This is from March of 1989 and was on the #3 rated show in the country. I’m having a hard time imagining anything similar today because so many people are committed to the myth that this lesson has been learned.
I agree that we wouldn’t see this on TV today but not for those reasons. It’s not because TV executives think rape culture is over. They wouldn’t show it because they want to make as much money as humanly possible and there is a belief, an incorrect and misguided belief, that you can’t say things like this and attract a wide audience. It’s the same principle that eradicated all the great black sitcoms from the 90s including shows like this one. Remember Moesha, The Fresh Prince, Martin, The Wayans, Living Single, Sister Sister, The Arsenio Hall Show? Remember their multi-faceted portrayals of blackness? They’re gone and wouldn’t see the light of day in this “golden era” of television. In the 90s, networks like Fox, for instance, needed to make money and were in the position to take risks. We got UPN, the CW, WB. All these great outlets for entertainment, and I hesitate to say “black” entertainment because these shows were loved by everyone. They were made by us (which is huge) and for us, but they didn’t feel as limiting as say a Tyler Perry movie. But once big money started to roll in and networks started to perk up, they didn’t need us anymore. It became harder for black television and filmmakers to find jobs behind the scenes. If there are no black voices, all that multifaceted goodness just goes down the drain. And let’s not forget the FCC and how they rule with an arbitrary, puritanical, iron fist. In governing the networks, they too are responsible for limited discourse and representation like this scene here. Anyway, I’m rambling. But you get the picture. Networks are well aware of the issues, but if it’s not going to make them money then they aren’t going to talk about it. When they believe defeating rape culture is cool again, they’ll talk about it. When they believe black people on screen will make them money, like in say Basketball Wives, The Real House Wives, The Bad Girls Club (in all their ratchet glory) they’ll cast them. But until then, we are shit out of luck.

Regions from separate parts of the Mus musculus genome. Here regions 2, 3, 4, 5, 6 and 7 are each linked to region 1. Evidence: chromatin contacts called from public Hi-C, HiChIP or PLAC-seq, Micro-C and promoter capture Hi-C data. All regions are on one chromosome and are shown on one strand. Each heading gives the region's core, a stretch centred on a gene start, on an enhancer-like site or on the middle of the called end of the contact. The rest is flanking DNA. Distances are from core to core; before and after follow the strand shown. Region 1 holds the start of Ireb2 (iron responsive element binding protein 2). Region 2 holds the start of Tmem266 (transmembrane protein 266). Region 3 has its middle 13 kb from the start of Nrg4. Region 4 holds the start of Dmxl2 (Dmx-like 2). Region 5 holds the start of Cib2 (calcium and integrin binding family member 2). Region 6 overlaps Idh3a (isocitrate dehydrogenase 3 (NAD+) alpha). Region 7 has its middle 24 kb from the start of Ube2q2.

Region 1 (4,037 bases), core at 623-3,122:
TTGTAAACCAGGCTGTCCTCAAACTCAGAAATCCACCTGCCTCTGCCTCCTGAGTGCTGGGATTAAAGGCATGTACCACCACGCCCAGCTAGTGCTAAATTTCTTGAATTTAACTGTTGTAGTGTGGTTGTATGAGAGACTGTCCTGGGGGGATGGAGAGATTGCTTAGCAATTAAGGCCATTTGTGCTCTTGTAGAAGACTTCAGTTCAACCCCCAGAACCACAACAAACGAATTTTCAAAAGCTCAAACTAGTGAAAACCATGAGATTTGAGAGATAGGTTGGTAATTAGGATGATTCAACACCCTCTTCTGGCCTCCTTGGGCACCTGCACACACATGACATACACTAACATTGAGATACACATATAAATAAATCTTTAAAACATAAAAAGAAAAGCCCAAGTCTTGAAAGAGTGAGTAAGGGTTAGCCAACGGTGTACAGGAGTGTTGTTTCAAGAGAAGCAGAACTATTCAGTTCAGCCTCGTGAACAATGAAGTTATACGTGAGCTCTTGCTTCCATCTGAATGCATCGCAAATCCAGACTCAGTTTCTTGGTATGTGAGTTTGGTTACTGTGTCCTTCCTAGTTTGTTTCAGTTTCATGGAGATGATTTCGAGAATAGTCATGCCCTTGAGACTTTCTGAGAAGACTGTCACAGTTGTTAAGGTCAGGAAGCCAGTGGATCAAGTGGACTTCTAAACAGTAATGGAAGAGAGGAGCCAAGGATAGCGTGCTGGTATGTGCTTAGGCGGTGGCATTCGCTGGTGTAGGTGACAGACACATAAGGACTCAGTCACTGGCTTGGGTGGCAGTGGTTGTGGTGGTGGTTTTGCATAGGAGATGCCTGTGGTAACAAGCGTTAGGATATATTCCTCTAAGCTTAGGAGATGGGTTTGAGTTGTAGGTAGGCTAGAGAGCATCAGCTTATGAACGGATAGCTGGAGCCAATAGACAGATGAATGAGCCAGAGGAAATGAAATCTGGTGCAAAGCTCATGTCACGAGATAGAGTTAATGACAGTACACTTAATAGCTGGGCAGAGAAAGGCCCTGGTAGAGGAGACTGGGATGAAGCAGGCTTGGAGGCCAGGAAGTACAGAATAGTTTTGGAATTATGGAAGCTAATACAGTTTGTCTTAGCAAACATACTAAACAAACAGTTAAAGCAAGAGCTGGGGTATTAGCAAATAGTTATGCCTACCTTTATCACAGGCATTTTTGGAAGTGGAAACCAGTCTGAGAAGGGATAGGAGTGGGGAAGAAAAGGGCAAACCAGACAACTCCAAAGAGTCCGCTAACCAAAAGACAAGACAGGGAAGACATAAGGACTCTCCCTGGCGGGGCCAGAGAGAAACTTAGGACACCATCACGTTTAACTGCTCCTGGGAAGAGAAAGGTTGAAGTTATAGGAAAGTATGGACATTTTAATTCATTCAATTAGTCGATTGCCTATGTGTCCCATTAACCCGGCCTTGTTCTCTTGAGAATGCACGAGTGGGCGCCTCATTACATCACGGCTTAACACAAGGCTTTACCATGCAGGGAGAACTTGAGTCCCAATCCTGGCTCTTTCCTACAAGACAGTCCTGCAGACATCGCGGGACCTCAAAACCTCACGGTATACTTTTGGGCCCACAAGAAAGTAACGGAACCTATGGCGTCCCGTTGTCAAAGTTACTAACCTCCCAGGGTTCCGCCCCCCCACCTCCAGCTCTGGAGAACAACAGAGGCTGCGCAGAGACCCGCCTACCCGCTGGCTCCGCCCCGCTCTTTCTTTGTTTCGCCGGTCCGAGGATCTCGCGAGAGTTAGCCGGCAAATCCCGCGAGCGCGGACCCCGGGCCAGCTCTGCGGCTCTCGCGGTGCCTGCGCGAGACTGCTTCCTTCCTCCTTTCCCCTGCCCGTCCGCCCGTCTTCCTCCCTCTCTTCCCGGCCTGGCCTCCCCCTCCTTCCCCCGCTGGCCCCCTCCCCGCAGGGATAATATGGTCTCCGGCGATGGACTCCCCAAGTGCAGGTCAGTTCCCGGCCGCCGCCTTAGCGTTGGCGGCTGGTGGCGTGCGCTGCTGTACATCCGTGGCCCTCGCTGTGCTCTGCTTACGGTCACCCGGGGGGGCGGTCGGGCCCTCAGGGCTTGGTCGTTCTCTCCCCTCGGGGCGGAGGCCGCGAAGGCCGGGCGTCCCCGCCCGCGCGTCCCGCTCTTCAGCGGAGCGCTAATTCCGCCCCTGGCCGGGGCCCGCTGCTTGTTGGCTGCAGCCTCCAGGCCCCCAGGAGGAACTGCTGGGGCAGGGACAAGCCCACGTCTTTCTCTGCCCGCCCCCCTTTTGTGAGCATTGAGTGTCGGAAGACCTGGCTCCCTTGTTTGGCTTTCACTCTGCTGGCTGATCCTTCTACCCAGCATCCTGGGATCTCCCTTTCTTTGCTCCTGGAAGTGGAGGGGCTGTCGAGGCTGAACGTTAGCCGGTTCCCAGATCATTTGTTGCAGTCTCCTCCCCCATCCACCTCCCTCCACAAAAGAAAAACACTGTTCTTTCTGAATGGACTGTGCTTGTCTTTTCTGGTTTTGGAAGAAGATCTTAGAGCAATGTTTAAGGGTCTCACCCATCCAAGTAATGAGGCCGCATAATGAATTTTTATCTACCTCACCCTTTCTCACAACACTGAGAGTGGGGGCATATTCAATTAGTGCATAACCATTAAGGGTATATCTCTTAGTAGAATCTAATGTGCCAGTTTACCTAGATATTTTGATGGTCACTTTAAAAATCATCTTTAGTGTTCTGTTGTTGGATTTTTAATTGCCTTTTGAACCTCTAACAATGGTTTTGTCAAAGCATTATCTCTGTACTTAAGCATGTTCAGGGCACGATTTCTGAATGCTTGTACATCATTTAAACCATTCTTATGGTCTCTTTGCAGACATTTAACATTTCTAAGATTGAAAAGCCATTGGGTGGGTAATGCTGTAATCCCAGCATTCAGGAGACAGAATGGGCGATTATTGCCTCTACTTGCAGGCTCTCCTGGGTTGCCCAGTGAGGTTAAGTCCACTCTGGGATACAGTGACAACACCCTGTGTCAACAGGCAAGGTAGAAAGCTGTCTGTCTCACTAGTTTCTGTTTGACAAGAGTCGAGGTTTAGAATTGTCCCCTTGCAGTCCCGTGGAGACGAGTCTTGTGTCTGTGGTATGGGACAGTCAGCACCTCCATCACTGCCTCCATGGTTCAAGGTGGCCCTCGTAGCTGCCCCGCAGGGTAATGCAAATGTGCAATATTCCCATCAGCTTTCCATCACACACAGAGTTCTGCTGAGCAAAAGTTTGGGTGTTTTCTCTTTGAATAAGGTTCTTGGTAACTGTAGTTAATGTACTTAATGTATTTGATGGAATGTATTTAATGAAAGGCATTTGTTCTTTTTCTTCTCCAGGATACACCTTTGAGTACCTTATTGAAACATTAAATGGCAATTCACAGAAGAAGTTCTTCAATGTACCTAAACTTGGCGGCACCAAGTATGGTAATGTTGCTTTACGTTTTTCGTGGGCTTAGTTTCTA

Everything about this is perfect from the gifset to the extremely on point commentary by @see-linewoman about networks and the way TV works and how black culture is blatantly exploited for ratings. Don’t be a complacent viewer. Learn to discern!
if u are a cis girl, here are some things not to say to trans girls or transfeminine ppl
- you do makeup better than I do!
- you have better legs than I do!
- you’re prettier than I am!
these compliments are just a way the disguise your shock at the femininity of “fake” women, compared to you, a “real” woman. stop.
Autism is a poorly-understood neurological disorder that can impair an individual’s ability to engage in various social interactions. But little 5-year-old Iris Grace in the UK is an excellent example of the unexpected gifts that autism can also grant – her exceptional focus and attention to detail have helped her create incredibly beautiful paintings that many of her fans (and buyers) have likened to Monet’s works.
Little Iris is slowly learning to speak, whereas most children have already begun to speak at least a few words by age 2. Along with speech therapy, her parents gradually introduced her to painting, which is when they discovered her amazing talent.
“We have been encouraging Iris to paint to help with speech therapy, joint attention and turn taking,” her mother, Arabella Carter-Johnson, explains on her website. “Then we realised that she is actually really talented and has an incredible concentration span of around 2 hours each time she paints. Her autism has created a style of painting which I have never seen in a child of her age, she has an understanding of colours and how they interact with each other.”